In late summer and early fall, there’s little angling pressure plus a big assortment of fish to catch in lots of different ways.
Story and Photography by Danno Wise
From a fishing standpoint, September is a near perfect mix of summer and fall. During this transitional time, as summer fades to fall, anglers are treated to a variety and diversity in terms of number of available species and effective styles of fishing. While fishermen up and down the Texas Coast will be able to experience catching plenty of species this month, no other bay in Texas offers such as varied lineup of inshore species as the Lower Laguna Madre. Without a doubt, the Lower Laguna Madre is the place to be during late summer and early fall to catch a great variety of fish in lots of different ways.
During September, the inshore waters are still warm, however, despite fairly high air temperatures, the water will be cooling throughout the month due to shorter daylight hours. The end result is usually water that is just the right temperature to encourage maximum fish activity.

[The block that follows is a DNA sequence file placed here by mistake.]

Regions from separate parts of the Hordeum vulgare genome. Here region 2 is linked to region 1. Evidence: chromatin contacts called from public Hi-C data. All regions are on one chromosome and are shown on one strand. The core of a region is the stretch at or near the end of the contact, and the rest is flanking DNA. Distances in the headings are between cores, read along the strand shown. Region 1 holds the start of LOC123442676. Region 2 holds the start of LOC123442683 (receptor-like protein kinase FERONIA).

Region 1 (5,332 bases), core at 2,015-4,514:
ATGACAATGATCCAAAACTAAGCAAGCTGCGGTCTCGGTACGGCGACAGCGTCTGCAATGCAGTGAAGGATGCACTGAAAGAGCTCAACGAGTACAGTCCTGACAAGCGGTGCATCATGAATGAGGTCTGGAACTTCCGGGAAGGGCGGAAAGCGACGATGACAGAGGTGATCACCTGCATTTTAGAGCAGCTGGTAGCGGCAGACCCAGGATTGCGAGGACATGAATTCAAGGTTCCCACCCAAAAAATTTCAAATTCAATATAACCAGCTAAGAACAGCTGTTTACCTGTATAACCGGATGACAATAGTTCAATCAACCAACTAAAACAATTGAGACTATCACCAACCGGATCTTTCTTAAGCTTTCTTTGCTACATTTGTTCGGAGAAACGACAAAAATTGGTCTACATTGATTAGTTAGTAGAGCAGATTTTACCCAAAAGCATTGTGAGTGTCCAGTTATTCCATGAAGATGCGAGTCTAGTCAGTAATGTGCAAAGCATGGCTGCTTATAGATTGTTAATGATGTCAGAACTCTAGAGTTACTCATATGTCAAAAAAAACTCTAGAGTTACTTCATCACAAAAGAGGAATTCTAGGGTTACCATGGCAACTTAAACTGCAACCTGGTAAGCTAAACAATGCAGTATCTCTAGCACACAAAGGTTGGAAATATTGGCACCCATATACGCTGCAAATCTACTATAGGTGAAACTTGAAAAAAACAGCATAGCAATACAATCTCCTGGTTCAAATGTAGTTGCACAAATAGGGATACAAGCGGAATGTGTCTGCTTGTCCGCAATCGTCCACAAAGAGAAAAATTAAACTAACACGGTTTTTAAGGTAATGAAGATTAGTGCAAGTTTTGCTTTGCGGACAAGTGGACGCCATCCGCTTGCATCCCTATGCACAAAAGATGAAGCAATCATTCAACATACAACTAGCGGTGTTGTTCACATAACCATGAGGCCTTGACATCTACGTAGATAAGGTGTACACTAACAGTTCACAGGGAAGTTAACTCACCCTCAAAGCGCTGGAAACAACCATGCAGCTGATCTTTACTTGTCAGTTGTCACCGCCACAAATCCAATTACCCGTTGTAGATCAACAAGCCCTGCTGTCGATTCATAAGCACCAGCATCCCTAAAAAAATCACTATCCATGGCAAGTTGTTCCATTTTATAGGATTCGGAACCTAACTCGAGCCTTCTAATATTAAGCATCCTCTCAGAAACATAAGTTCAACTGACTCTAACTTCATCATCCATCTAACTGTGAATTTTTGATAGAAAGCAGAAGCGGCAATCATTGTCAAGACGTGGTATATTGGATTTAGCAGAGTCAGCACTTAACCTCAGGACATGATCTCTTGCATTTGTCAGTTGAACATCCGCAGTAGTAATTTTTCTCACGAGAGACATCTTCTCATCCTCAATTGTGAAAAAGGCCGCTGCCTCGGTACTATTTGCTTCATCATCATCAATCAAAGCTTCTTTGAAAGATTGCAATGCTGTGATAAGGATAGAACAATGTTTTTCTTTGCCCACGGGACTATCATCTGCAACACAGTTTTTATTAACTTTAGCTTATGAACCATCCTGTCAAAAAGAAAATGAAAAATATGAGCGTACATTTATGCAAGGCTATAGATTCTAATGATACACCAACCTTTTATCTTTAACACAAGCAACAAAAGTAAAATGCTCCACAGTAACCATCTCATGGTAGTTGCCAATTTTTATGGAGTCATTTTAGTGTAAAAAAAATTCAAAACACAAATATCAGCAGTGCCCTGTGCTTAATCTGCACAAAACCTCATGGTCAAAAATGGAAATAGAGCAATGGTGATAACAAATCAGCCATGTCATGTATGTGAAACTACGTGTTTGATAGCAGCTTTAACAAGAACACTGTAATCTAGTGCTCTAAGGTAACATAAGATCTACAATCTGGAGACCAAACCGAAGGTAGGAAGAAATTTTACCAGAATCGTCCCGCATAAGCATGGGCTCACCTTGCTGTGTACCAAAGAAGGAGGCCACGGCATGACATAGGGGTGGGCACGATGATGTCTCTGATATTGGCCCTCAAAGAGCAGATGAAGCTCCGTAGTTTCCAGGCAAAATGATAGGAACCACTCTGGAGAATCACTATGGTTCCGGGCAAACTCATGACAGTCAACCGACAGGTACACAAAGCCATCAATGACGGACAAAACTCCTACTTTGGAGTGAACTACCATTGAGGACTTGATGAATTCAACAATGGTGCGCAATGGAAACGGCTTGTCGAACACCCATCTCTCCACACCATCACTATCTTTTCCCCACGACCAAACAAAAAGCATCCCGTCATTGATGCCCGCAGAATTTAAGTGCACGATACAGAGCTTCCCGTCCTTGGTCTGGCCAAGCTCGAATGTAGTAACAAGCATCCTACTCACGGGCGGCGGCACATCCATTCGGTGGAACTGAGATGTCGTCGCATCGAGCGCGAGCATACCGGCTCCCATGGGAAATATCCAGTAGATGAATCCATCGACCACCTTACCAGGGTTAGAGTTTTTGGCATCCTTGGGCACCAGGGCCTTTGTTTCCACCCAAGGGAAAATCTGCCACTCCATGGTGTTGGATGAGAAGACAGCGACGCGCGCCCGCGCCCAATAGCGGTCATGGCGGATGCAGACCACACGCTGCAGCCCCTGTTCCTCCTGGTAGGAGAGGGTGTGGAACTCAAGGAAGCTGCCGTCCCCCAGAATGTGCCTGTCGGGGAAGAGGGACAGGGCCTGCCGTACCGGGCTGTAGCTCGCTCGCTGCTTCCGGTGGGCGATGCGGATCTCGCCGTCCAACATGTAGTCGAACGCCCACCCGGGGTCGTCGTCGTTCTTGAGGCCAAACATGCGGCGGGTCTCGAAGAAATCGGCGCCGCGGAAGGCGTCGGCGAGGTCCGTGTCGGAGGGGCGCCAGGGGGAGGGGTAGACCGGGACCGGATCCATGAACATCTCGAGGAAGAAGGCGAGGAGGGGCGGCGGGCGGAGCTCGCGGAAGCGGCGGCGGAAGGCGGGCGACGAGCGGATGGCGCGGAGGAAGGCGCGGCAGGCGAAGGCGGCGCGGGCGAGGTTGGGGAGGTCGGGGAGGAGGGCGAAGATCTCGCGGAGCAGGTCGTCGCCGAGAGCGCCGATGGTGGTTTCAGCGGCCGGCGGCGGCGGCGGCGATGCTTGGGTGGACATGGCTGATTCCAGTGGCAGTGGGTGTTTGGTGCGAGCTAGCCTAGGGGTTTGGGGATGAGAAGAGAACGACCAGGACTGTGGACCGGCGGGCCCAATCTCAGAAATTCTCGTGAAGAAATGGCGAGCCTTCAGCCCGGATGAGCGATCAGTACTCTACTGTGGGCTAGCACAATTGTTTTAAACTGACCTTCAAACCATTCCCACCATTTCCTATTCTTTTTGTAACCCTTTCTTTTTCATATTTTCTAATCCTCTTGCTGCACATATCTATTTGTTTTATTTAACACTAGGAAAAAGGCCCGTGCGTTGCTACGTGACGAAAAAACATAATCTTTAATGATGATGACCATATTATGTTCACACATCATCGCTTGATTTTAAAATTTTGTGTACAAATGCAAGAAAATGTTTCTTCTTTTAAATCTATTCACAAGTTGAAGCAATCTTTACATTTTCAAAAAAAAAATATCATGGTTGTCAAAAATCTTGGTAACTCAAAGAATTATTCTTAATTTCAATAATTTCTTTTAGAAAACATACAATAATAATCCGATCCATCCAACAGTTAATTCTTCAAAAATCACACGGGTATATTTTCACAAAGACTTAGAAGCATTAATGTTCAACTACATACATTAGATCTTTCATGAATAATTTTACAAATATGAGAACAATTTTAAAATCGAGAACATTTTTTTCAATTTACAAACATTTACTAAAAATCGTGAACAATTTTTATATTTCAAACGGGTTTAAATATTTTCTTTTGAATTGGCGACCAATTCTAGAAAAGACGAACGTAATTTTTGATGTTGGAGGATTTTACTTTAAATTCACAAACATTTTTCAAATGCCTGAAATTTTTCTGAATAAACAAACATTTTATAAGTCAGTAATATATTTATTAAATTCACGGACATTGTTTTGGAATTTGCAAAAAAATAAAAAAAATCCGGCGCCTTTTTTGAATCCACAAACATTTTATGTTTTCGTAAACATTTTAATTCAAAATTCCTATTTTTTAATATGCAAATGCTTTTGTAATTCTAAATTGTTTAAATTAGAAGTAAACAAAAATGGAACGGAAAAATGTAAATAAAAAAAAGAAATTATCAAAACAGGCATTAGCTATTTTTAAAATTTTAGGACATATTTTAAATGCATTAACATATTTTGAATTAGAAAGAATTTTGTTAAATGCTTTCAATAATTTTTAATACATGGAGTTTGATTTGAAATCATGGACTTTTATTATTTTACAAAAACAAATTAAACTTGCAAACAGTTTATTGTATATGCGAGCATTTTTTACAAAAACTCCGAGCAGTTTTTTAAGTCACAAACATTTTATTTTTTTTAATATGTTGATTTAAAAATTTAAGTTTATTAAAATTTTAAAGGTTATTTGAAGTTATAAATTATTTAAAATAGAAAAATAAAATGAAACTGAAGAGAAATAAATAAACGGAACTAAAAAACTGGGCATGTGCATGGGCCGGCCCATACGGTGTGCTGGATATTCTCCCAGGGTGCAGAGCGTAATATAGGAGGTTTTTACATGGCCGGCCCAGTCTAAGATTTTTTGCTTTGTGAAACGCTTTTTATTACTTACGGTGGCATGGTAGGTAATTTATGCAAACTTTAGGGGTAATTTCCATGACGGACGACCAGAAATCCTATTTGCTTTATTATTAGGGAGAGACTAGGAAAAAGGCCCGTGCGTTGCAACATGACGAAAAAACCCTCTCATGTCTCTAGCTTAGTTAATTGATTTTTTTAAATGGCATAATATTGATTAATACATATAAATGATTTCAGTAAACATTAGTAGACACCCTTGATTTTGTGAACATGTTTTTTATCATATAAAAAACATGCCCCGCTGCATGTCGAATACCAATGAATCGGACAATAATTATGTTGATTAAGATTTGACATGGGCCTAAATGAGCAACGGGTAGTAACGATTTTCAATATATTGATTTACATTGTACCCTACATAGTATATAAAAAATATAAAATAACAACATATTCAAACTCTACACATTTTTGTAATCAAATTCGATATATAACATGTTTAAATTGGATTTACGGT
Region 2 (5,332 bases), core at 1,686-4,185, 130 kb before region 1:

Also leading to an increase in activity is the fact several species of fish will be getting ready for their fall spawning rituals. The annual redfish run is generally hitting its stride in September. Speckled trout are beginning their secondary spawn. Mangrove snapper will be in the midst of their spawning ritual. And, although they generally don’t “run” until Thanksgiving, flounder will also be getting friskier in anticipation of their annual spawn.
Again, this combination of conditions and biological clocks adds up to more active fish during the month of September.